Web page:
In the semis, the last hand resulted a tie for 1st in one semifinal meaning that the two players (Zach Francks, Kevin Shi) actually split the uma. At a +10 for each it meant that Charlie McDonell, who had finished 1st outright in his semifinal held a 10.2 point lead going into the finals. With Daniel Moreno rounding out the field it meant that Kevin Shi, the only player out of the quartet who did not have a seat yet, would automatically earn one.

That also meant that for the other 3 – Kira Nebilak, Anthony Hsieh and Sakina Toyota, they were fighting for 2 spots. Kira had almost a 16 point advantage over the other two, while Anthony had just a 0.1 advantage over Sakina! That meant that Kira just needed to avoid trouble and Anthony and Sakina would try to make sure they were ahead of the other.

As the table progressed though, I noticed that with half of the time elapsed the table was still on East. And when I looked closer the reason was apparent. Anthony was dealer on East 3, and was on yonhonba (4th dealer repeat). He also had the majority of points which meant that barring an Atlanta Falcon-style collapse, he all but secured the 2nd WRC seat.

That left the final seat between Sakina and Kira. Kira had a lead of 15.8 over Sakina, so to hold onto the position Sakina could not finish 2nd and Kira 4th, and if Sakina finished 1 place ahead of Kira, she could not be ahead in points more than 5,800. And while I didn’t hear the point counts exactly it sounded like Sakina was in 2nd and Kira in 4th which meant there was all to play for.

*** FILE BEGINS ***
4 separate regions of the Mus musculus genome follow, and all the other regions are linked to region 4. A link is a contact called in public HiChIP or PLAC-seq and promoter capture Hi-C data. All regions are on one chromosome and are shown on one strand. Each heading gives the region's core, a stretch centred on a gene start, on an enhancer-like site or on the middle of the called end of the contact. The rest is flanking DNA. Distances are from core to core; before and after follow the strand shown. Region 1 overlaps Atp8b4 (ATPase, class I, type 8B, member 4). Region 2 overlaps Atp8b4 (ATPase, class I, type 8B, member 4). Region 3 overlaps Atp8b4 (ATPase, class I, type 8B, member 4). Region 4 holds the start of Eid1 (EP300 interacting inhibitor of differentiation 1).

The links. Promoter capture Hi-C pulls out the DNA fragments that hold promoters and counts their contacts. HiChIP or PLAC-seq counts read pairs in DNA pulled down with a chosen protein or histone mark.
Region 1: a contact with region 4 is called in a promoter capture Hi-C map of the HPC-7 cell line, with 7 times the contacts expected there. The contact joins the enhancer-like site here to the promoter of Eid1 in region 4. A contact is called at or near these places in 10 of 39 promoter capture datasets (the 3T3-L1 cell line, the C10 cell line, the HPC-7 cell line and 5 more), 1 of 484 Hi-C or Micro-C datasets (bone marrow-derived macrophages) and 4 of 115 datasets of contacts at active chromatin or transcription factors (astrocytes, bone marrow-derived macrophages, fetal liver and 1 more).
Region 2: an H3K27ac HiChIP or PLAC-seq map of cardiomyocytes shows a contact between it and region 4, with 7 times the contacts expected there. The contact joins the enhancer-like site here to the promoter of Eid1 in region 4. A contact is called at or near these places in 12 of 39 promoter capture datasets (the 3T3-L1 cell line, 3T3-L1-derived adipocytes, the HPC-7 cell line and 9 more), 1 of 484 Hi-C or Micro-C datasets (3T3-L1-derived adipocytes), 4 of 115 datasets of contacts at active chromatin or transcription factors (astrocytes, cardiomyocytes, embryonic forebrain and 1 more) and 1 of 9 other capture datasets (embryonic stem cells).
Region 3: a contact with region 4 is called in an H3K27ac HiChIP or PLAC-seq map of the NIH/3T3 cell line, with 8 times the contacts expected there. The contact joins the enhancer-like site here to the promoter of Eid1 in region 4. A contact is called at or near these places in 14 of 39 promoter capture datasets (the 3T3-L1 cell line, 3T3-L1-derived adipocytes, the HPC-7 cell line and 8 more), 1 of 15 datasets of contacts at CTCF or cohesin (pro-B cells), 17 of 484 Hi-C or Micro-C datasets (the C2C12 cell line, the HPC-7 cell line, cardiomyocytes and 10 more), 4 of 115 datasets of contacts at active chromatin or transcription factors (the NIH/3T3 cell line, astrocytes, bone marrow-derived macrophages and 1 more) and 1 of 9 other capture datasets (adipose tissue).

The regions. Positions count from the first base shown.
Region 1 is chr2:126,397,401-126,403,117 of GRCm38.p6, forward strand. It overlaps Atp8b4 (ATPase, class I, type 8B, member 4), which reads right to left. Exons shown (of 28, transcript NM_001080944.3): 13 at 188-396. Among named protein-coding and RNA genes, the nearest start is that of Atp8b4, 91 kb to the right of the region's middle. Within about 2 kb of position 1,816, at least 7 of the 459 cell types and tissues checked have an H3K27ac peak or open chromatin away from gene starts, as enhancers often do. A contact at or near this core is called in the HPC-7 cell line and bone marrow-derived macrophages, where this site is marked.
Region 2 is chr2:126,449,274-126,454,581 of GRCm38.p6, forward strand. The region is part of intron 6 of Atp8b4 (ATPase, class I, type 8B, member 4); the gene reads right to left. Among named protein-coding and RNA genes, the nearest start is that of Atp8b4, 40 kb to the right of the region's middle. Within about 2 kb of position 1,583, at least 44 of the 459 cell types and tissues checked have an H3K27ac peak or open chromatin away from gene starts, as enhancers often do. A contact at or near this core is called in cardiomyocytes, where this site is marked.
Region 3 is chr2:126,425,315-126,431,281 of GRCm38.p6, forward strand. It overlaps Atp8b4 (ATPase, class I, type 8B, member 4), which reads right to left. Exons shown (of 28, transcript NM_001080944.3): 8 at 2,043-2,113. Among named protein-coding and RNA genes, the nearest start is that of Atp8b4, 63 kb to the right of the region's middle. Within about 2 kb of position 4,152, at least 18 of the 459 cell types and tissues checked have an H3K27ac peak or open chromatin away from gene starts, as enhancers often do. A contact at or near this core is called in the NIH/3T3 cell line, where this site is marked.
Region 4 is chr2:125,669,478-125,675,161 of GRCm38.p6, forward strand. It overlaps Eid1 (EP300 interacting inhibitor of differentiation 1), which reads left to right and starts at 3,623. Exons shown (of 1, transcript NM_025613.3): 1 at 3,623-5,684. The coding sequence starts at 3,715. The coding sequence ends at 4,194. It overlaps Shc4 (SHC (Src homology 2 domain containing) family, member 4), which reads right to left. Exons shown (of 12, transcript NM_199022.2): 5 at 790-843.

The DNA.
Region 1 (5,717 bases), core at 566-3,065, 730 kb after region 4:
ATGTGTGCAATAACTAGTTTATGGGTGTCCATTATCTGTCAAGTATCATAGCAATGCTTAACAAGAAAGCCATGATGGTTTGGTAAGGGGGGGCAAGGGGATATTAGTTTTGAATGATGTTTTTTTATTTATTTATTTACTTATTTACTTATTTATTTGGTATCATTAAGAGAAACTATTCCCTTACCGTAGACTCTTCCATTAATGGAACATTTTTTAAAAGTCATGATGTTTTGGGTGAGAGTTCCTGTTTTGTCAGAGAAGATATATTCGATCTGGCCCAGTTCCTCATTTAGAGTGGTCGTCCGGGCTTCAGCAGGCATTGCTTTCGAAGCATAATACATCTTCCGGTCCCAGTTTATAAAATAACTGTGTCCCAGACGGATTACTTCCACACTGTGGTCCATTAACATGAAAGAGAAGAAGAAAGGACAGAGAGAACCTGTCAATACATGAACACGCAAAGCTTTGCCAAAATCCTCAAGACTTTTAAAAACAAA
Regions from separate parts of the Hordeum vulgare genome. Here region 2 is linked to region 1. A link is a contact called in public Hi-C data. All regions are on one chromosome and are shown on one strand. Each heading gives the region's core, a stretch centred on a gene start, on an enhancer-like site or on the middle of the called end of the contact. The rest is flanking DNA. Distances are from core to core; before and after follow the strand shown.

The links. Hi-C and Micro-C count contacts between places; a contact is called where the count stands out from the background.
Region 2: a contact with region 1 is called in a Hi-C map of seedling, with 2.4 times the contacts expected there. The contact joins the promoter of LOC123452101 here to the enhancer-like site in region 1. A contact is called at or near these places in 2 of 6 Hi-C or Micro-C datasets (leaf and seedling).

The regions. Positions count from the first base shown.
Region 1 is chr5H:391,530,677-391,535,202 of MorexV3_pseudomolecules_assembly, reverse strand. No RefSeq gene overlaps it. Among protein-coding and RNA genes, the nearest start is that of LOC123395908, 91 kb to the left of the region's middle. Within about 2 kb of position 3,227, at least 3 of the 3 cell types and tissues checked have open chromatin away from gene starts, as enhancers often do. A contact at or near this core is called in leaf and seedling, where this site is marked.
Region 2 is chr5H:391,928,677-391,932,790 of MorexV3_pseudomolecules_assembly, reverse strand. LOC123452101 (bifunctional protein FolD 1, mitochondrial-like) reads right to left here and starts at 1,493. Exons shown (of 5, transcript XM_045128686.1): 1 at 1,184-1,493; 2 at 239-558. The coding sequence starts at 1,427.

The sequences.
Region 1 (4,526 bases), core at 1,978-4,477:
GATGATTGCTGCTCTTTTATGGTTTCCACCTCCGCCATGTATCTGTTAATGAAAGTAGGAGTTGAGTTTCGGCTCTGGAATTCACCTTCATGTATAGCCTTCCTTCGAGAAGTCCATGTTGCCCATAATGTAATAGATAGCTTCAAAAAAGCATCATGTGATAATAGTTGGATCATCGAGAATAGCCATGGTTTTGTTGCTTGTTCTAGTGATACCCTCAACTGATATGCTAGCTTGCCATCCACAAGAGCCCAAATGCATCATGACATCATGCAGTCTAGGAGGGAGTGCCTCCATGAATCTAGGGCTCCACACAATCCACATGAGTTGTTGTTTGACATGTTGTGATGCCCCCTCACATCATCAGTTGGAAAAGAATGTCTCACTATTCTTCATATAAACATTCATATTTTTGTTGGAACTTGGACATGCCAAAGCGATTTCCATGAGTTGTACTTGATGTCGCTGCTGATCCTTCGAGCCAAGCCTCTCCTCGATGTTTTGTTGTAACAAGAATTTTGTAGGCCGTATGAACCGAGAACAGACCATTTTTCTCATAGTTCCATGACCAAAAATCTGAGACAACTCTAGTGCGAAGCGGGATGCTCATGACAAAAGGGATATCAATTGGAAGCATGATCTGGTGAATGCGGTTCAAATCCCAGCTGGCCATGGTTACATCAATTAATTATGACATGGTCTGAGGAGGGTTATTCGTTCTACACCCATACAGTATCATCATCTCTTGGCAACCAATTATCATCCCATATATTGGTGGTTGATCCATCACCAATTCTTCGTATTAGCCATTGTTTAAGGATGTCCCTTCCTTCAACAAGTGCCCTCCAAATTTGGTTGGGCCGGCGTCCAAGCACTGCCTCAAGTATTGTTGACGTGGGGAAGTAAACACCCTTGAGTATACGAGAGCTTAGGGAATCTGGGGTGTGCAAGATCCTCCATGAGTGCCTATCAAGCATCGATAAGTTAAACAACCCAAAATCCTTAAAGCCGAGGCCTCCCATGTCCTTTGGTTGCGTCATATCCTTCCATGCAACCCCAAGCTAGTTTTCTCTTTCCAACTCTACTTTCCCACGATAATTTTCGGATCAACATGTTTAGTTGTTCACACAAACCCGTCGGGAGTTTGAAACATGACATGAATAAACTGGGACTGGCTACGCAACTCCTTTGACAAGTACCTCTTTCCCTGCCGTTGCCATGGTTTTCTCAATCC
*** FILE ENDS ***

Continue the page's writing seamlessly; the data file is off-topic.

But when I got the table report, Sakina was in 3rd place and Kira 4th. The point difference? 4,100.

Which meant that by 1.7 points Kira secured the 3rd and final WRC seat!

With the seats determined, there was the matter of figuring out the actual winner of the tournament. Kevin with nothing to lose perhaps went more aggressively than before and paid for it at the table finishing with (5,100) points. That meant that the other 3 players – 2016 PML Open winner Charlie McDonell, 2014 WRC Top 32 finisher Zach Francks, and PML’s Daniel Moreno – who has finished in 2nd or 3rd in all tournaments he has played in, were all in contention.